Joseph Francisco was 11 years old the first time he met Joe and Paula Smith and their two children, Andy and Abbey. Three years later he was living with them, one of 19 foster children the Smiths welcomed into their home over a 20-year period.
Asked what Smith has meant to him the past 18 years, Francisco, a 29-year-old boxer, said: "You've got sperm donors, and then you've got the father who loves you. To sum it up, Joe Smith's my dad."
A lot of fairly big names are going to honor Francisco's nonbiological dad tonight during a roast at the Chattanooga Convention Center to recognize the 20th anniversary of the local YMCA Community Action Project (YCAP) program, which Smith founded to help at-risk youth.
The event is dubbed "Fry the Founder," so a few barbs and zingers surely will be directed at the 63-year-old Smith by a roaster roster that includes Francisco, attorney Russell Bean, Larry Bright, former Atlanta Falcons great Buddy Curry, University of Tennessee at Chattanooga wrestling coach and roast emcee Heath Eslinger, Charlie Hunt, former UTC and McCallie School basketball coach John Shulman, former U.S. Congressman Zach Wamp and Bill Wetzel.
"Oh, I'm going after him," Shulman said with a chuckle Tuesday. "Some people think I can coach and some people think I can't, but I'm John Wooden next to Joe."
Added Francisco: "Joe's almost always got a nice tan, but he might turn red after I speak. I've only got three minutes, but they're going to be a memorable three minutes."
Then there's Tommy Hobbs, who oversees YCAP's woodworking program.
"Joe's great at getting you to commit to something, then once you do, he tells you, 'By the way, we don't have any money,'" Hobbs said.
Of course, he also added: "Joe's made me cry multiple times because of the kids he's helped. He just has a gift. Like the woodworking shop. Joe understood that these kids would feel pride in building something and selling what they've built. So whether it's getting $15 for a bluebird house or cutting board they've made, they can make a little money doing something with their hands that's legal. He just has this faith that he can make things better, and he does."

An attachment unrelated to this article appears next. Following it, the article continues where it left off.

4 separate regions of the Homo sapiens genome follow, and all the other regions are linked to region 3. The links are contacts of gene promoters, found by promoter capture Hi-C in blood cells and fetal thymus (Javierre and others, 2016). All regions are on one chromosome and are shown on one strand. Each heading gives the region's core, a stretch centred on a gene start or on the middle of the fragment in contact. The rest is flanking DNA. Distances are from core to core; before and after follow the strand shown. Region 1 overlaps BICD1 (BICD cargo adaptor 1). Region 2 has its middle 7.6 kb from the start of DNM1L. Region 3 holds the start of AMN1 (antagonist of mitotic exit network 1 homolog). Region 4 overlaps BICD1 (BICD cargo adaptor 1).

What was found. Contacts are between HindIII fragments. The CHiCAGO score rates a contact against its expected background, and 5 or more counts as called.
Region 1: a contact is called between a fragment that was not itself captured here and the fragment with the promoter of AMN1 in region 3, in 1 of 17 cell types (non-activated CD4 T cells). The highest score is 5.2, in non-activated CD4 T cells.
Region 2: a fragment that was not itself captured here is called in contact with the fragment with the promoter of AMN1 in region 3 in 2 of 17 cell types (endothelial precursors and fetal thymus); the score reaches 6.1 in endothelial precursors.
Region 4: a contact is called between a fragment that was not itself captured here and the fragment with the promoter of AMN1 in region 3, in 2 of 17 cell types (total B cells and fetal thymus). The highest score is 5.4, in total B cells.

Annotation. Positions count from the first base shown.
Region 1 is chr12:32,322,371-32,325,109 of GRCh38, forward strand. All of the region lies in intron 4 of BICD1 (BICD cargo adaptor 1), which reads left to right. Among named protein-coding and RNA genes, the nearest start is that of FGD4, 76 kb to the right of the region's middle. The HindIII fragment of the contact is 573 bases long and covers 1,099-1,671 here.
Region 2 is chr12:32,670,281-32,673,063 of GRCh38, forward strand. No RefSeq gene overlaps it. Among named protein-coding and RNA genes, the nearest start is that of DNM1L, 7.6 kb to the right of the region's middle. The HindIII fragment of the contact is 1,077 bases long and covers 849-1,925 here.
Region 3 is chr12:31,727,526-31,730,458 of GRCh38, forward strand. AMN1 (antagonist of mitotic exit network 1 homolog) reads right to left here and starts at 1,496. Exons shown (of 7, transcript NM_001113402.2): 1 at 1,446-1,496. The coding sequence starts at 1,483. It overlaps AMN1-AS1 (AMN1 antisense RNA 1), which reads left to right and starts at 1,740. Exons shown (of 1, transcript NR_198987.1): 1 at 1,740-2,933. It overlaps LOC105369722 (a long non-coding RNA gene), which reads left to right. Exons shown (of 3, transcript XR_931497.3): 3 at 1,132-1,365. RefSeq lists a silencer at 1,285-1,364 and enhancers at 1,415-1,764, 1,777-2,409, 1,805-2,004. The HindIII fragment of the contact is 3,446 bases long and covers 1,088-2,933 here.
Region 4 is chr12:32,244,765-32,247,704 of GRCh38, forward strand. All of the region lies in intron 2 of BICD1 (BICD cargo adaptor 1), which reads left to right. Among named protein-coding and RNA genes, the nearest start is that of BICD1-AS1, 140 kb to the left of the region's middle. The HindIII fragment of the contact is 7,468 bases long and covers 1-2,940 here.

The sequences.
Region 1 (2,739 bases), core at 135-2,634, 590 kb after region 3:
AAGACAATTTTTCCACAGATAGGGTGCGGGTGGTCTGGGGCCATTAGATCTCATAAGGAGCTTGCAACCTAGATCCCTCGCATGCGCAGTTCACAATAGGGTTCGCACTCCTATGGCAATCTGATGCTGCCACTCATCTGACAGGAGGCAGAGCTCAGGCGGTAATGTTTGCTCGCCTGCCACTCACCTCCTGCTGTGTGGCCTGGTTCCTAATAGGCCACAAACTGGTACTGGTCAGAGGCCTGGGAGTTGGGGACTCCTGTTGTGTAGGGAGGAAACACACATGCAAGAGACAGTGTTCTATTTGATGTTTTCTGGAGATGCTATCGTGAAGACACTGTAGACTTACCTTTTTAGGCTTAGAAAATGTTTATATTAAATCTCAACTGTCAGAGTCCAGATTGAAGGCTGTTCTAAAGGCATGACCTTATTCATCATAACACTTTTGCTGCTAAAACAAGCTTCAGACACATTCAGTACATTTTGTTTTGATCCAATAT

It wasn't always this way. Thirty years ago, Smith desperately needed someone to make his life better after years of drug and alcohol abuse.
"I was 6 years old," recalled son Andy, who's now 36 and the regional executive director of YCAP. "My mom had packed up everything and we'd moved to my grandparents' house. My father says of that time, 'I used (drugs and alcohol) to live and I lived to use,' and my mom had had enough of it."
But in the darkest of ways, so had Joe. He made a plan to commit suicide. He was going to shoot himself near Chickamauga Dam. But as he drove there, his truck ran out of gas. A friend happened by, saw the gun in his pants and convinced him to seek help.
Said Andy: "My father still jokes that he was screwing up everything so bad back then that he even screwed up killing himself. But he also realized that God was giving him a second chance."
That chance eventually led him to form YCAP and the West Side Boxing Club, which later became the YCAP boxing club, those organizations jointly helping more than 2,000 kids find a better path, including Brian Brewer.
Now 30 years old and working toward a degree at Chattanooga State, Brewer was all of 11 when he first encountered Joe at West Side.
"I was headed in a bad direction," Brewer said. "Joe put me on a better path."
Brewer not only began to travel a better path, he wound up as the Junior National Golden Gloves champ at 178 pounds in 2003. But his biggest accomplishment may have been receiving the Good Samaritan Award from the Red Cross in 2017 for jumping into a burning apartment to rescue an elderly woman.
"Right place, right time," Brewer said of that act of bravery.
Asked what place he might be in today without Joe Smith's assistance, Brewer said, "I'd probably be in the penitentiary."
Francisco spent nearly five years in a West Virginia prison for selling stolen guns after he moved out from under the Smiths' roof after high school. During that time, Joe and his family were the only visitors he had, and they brought him home when his sentence was up. Back in boxing again, he has won all three of his most recent bouts, has a steady job and is about to become a father for the first time.
"Joe and Paula, they never gave up on me," he said.
Will Wade has risen through the college basketball coaching ranks quickly enough — moving from UTC to Virginia Commonwealth University to LSU in four years — that he hasn't needed anyone not to give up on him. But he did want friends when he arrived in Chattanooga in spring 2013, and Smith was one of the first people to embrace him.
Five years later, Smith was in attendance at three LSU games this past winter, even speaking to the team prior to its game at Vanderbilt.
"I love Joe Smith," Wade said. "I love his program, his message. He speaks to a room of young people for 20 minutes, and you can hear a pin drop the whole time. He texts me before and after every game we play. I've got one kid here at LSU, Daryl Edwards, who's from Fresno, California, who now wants to do there what Joe has done here.
"You just feel better for knowing him."
And our town has become far better for so many of its at-risk youths knowing Smith. He may have the most common of names, but as the folks attending "Fry the Founder" will learn tonight, he is anything but an ordinary Joe.
Contact Mark Wiedmer at email@example.com.